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Sleep

Everyone has trouble sleeping from time to time. This does not necessarily have to lead to serious health issues, as long as it does not develop into a chronic problem. If sleep loss is a frequent issue, it is important to find the cause of your sleep trouble. A distinction should be made between mild sleep disorders and more severe forms. In general, chronic insomnia is defined as three or more nights of disrupted sleep a week over the course of three or more weeks, leading to significant reductions in performance during the day. If sleep is disrupted occasionally within a period of less than three weeks, and if it does not make it difficult for you to function during the day, then this is classed as mild sleep problems. These sleep problems usually resolve themselves. 

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Sleep pattern 

Most healthy adults need between seven to nine hours of sleep per night to function at their best. Our sleep is composed of four stages, through which we cycle every 90 to 120 minutes. Stage 1 is a short stage in which you are not really asleep, but in which the body prepares for sleep. During this stage your muscles begin to relax, your body temperature drops, your heart rate slows down and your eyes slowly roll back. After several minutes, you fall into light sleep. This is stage 2. During this stage, you are asleep but can be easily awoken. Like the first stage, this stage is relatively short. Now here’s where it gets interesting. In the third stage of sleep, also known as deep sleep, your heart rate slows down even further and your muscles relax even more. During deep sleep, you become less responsive to outside stimuli and have difficulty waking up. This is the most rejuvenating and restorative sleep stage. This is when organ and muscle growth happens and when your brain consolidates and processes information from the day. Deep sleep is essential for re-energising your body and mind. The final stage of sleep is Rapid Eye Movement (REM) sleep. REM is when the brain is more active and your eyes move rapidly in different directions (hence the name). This stage requires a lot of energy and is when most dreaming occurs. During REM sleep, your brain is almost as active as it is when you are awake. Your body cycles through these four stages several times each night. It’s not important how often you go through the stages, what matters is that the episodes are evenly distributed.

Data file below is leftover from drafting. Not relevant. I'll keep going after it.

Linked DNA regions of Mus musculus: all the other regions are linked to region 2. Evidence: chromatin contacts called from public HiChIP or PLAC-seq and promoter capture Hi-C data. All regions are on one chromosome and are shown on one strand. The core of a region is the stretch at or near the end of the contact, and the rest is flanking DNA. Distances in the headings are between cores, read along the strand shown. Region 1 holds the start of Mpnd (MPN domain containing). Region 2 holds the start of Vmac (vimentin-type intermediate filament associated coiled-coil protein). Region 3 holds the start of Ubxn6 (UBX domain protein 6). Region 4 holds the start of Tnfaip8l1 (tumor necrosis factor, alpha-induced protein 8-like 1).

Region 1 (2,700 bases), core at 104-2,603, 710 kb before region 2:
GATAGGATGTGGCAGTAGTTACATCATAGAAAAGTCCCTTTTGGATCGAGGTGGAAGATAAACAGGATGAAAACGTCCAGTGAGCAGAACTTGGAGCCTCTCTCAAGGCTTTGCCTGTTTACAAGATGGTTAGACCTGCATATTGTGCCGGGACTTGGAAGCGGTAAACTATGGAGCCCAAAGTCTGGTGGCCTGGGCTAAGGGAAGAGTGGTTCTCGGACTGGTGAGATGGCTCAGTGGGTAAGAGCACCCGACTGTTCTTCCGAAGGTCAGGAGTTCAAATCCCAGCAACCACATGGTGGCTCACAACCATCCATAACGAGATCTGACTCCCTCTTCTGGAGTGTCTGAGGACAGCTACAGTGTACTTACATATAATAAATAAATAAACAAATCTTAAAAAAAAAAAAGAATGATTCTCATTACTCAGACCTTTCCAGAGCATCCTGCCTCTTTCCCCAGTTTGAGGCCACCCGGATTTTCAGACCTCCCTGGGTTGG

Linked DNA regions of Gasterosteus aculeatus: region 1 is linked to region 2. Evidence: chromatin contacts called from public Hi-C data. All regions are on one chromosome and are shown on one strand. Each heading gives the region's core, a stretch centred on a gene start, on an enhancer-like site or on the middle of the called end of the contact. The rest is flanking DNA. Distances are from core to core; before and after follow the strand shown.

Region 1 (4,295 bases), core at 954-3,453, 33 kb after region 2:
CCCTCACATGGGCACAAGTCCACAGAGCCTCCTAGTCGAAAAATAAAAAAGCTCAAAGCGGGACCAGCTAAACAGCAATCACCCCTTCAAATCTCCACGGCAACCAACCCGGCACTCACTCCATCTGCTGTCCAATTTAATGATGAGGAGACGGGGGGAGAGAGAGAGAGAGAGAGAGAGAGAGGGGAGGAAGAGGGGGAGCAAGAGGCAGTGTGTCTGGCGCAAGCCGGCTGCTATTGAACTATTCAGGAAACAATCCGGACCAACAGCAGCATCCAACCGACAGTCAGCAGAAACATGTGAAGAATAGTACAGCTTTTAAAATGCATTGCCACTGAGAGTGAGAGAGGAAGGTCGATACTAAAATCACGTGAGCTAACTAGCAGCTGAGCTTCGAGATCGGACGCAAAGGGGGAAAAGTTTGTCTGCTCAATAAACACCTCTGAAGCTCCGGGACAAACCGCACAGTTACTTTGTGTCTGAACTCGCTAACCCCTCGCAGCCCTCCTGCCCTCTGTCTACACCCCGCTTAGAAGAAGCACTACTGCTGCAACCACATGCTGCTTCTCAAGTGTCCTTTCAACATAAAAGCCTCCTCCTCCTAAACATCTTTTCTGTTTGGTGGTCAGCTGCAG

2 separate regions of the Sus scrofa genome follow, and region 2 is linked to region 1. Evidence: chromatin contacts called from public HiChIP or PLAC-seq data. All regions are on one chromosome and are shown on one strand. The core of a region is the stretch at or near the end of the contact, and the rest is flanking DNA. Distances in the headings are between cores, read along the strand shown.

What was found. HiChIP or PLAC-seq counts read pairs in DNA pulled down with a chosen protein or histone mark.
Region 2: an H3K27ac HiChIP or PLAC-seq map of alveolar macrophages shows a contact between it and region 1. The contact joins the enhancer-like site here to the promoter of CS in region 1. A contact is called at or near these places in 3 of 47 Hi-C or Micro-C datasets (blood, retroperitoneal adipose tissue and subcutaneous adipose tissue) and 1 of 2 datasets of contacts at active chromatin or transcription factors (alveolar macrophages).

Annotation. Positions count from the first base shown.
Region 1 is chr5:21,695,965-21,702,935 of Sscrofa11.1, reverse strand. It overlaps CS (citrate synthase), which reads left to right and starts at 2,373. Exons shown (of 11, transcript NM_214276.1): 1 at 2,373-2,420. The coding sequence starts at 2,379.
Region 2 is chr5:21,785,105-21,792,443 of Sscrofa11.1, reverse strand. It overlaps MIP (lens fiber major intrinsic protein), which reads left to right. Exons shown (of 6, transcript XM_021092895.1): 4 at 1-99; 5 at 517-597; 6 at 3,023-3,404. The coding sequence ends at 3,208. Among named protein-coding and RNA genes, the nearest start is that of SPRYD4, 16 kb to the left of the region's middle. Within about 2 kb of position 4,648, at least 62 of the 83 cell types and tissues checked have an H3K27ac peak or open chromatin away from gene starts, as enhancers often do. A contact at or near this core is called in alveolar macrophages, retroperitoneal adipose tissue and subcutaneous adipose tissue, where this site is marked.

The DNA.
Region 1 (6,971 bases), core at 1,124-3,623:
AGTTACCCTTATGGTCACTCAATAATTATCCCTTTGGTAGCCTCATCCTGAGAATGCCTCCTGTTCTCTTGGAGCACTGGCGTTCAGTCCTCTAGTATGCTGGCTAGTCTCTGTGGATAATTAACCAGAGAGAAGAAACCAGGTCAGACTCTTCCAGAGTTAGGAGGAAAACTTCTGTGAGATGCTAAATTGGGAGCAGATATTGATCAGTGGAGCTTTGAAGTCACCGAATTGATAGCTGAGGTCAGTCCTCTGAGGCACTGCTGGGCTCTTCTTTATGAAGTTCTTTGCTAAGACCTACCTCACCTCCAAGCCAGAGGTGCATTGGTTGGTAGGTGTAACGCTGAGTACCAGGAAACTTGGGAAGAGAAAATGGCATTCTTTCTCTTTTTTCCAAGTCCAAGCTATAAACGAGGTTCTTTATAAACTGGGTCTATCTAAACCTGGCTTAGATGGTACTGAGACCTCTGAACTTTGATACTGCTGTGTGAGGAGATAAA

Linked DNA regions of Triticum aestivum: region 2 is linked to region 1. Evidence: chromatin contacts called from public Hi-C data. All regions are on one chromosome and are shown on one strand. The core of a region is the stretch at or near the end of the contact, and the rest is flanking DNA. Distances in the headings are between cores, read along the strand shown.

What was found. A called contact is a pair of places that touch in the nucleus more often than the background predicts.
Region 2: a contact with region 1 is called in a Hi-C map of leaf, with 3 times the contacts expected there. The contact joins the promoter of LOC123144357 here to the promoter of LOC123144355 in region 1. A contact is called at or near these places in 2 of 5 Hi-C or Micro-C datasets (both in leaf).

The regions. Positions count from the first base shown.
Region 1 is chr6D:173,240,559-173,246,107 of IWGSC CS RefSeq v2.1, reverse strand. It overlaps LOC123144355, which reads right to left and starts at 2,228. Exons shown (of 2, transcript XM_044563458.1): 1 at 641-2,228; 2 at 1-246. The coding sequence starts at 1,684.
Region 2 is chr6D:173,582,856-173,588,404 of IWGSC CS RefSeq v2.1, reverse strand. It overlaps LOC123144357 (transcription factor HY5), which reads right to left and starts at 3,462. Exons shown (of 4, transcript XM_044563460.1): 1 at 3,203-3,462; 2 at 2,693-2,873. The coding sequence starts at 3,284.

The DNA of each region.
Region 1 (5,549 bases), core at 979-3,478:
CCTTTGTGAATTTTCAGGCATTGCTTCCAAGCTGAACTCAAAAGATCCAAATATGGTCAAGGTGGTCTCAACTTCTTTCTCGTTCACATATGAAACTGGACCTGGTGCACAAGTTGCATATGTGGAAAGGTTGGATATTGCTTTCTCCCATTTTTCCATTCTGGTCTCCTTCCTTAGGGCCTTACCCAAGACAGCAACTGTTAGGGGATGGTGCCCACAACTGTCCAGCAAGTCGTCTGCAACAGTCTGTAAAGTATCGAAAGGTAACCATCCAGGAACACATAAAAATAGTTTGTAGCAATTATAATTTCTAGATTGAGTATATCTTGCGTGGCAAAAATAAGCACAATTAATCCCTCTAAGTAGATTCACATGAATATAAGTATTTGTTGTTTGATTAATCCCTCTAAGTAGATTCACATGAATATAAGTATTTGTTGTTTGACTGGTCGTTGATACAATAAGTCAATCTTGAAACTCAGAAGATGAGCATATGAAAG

Sleep deprivation 

Sleeping less than seven hours per night could have a negative impact on your health and lead to sleep deprivation. People who don’t get enough sleep have a harder time waking up in the morning, feel tired or fall asleep during the day, and have difficulty concentrating. Sleep deprivation can be caused by a number of things, such as jet lag, stress or anxiety. Rest should help to reduce these symptoms. 

 

Sleep problems 

Sleep problems can range from snoring, difficulty falling asleep or staying asleep, lack of deep sleep and restless legs to delayed sleep phase syndrome and sleep-related disorders such as narcolepsy and sleep apnoea. Sleep apnoea is a disorder in which breathing stops for 10 seconds or longer during sleep. Apnoea episodes may occur repeatedly, more than five times per hour. This can profoundly affect the quality of sleep. Since people with sleep apnoea tend to be sleep deprived, they usually suffer from a wide range of other symptoms, such as lack of concentration, fatigue and irritability. Narcolepsy is a sleep disorder that causes a person to suddenly fall asleep during the day, at inappropriate times. People with restless legs syndrome have unusual, often unpleasant feelings in their legs and experience an overwhelming need to move their legs, particularly at night or as they fall asleep. Finally, delayed sleep phase syndrome is a circadian rhythm disorder in which sleep is postponed by more than two hours or more beyond the customary bedtime. The delay can cause a person to wake up late or tired in the morning. Patients with this disorder have chronic difficulty in adjusting their sleep onset. 

 

Difficulty sleeping 

If sleep is disrupted occasionally within a period of less than three weeks, and if it does not make it difficult for you to function during the day, then this is classed as mild sleep problems, or simply, difficulty sleeping. There can be several reasons for this, including allergy, asthma, COPD, restless legs, bowel disease or itching. You can find more information on sleep problems here. 

 

Chronic insomnia  

Chronic insomnia is defined as three or more nights of disrupted sleep a week over the course of three or more weeks, leading to significant reductions in performance during the day. The symptoms of insomnia can range from difficulty falling asleep despite being tired, waking up frequently during the night, waking up too early in the morning, agitation and excessive dreaming, and light sleep. These problems can greatly affect how people feel and function during the day. People who suffer from insomnia tend to complain of fatigue, sleepiness, irritability and lack of concentration. Bad sleeping habits, such as oversleeping, or a disturbed circadian rhythm and use of alcohol and soporifics are likely to worsen the problem. Unfortunately, for some people, mild or short-term sleep problems develop into a chronic sleep disorder. This is mainly due to psychological factors. People can become convinced they cannot sleep which in turn can trigger negative thoughts.